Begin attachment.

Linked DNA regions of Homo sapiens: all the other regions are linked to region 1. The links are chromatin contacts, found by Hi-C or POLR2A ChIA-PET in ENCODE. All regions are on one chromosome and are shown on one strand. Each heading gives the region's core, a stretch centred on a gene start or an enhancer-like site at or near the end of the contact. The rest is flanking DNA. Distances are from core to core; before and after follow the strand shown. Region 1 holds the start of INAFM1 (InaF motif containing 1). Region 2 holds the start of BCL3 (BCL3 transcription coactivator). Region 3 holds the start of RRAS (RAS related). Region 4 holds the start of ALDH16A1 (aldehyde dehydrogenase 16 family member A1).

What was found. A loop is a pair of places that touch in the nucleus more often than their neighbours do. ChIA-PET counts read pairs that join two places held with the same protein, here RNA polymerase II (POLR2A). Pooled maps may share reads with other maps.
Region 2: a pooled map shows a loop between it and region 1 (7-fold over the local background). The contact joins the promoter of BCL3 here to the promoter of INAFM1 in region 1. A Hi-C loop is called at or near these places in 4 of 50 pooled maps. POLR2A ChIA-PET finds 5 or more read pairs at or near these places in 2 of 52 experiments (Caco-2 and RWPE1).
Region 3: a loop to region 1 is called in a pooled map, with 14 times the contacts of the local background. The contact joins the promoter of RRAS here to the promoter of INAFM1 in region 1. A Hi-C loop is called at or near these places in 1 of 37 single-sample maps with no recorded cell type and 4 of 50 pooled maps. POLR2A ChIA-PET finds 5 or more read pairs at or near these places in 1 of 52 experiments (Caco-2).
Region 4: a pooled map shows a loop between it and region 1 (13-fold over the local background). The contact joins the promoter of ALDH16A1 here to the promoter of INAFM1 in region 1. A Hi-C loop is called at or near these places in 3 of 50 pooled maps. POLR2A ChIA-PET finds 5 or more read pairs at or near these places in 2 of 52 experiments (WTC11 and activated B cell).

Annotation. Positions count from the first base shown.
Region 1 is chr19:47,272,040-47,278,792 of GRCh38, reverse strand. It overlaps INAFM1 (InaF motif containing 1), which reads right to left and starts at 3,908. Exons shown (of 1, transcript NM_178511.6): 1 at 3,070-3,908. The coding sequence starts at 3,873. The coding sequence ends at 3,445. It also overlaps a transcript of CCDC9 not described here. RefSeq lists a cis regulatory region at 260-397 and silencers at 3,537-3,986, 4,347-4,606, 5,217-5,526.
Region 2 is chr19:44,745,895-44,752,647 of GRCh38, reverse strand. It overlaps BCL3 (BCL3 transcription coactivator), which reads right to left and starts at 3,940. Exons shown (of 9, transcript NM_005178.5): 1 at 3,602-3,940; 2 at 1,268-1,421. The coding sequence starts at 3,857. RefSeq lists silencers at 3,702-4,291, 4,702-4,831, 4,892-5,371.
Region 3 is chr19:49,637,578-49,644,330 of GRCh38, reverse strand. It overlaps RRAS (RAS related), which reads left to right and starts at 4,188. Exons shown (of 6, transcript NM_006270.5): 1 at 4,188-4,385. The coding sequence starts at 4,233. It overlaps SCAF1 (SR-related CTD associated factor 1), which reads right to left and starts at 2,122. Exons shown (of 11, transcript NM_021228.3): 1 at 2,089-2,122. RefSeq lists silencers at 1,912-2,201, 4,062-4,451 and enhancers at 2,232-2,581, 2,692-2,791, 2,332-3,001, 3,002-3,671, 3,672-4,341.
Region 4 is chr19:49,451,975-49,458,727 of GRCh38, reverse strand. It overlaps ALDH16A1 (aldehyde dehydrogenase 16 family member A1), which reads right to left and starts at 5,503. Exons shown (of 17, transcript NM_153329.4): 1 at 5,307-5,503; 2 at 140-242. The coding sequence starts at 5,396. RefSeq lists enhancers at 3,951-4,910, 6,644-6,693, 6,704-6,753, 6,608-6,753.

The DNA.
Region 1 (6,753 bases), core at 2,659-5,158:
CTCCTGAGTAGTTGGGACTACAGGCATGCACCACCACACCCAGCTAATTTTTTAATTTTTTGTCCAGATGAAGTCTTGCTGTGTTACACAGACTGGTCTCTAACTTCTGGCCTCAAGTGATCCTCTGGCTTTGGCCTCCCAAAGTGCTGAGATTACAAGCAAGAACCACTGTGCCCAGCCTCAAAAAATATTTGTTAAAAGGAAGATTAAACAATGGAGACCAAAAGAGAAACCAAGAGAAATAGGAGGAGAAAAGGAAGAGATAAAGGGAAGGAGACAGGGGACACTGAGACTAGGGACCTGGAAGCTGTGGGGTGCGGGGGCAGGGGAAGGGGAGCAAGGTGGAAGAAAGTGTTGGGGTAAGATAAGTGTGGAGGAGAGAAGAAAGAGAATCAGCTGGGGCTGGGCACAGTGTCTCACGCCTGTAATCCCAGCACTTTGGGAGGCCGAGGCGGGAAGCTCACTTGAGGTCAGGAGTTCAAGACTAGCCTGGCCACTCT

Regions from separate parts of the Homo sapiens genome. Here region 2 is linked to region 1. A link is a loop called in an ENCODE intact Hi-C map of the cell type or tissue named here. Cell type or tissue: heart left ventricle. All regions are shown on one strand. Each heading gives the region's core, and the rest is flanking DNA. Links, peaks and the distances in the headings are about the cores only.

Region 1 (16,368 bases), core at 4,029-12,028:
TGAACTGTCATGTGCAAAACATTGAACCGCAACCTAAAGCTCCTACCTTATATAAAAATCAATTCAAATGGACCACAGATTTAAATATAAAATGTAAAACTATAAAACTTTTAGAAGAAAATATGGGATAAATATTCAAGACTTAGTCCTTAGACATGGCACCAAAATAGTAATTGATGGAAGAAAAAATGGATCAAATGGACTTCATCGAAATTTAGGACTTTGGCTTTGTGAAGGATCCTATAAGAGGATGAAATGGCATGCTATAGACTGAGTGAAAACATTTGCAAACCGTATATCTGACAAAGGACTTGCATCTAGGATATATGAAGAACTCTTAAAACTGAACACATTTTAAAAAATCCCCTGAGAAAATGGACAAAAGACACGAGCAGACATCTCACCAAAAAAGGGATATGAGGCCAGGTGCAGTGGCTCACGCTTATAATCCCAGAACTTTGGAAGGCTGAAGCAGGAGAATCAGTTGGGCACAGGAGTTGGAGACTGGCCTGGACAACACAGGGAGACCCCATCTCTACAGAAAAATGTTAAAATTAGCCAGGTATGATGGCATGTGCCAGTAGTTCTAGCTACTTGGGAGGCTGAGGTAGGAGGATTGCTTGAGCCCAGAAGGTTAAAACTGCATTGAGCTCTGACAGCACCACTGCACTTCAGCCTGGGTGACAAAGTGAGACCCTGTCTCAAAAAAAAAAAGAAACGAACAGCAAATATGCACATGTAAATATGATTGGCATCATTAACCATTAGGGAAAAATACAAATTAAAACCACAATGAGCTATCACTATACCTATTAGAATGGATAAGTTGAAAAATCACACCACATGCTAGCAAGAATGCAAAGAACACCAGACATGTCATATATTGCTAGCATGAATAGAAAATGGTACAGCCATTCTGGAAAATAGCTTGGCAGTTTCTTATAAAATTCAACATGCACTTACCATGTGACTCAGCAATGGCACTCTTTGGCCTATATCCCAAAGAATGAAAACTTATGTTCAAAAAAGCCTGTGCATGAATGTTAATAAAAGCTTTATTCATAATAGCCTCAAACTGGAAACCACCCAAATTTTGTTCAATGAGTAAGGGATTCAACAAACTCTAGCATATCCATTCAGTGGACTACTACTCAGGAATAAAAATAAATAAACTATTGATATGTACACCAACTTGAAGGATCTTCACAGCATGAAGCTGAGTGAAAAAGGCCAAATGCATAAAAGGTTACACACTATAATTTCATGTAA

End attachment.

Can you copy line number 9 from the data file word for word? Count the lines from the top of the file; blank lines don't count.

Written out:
Region 3 is chr19:49,637,578-49,644,330 of GRCh38, reverse strand. It overlaps RRAS (RAS related), which reads left to right and starts at 4,188. Exons shown (of 6, transcript NM_006270.5): 1 at 4,188-4,385. The coding sequence starts at 4,233. It overlaps SCAF1 (SR-related CTD associated factor 1), which reads right to left and starts at 2,122. Exons shown (of 11, transcript NM_021228.3): 1 at 2,089-2,122. RefSeq lists silencers at 1,912-2,201, 4,062-4,451 and enhancers at 2,232-2,581, 2,692-2,791, 2,332-3,001, 3,002-3,671, 3,672-4,341.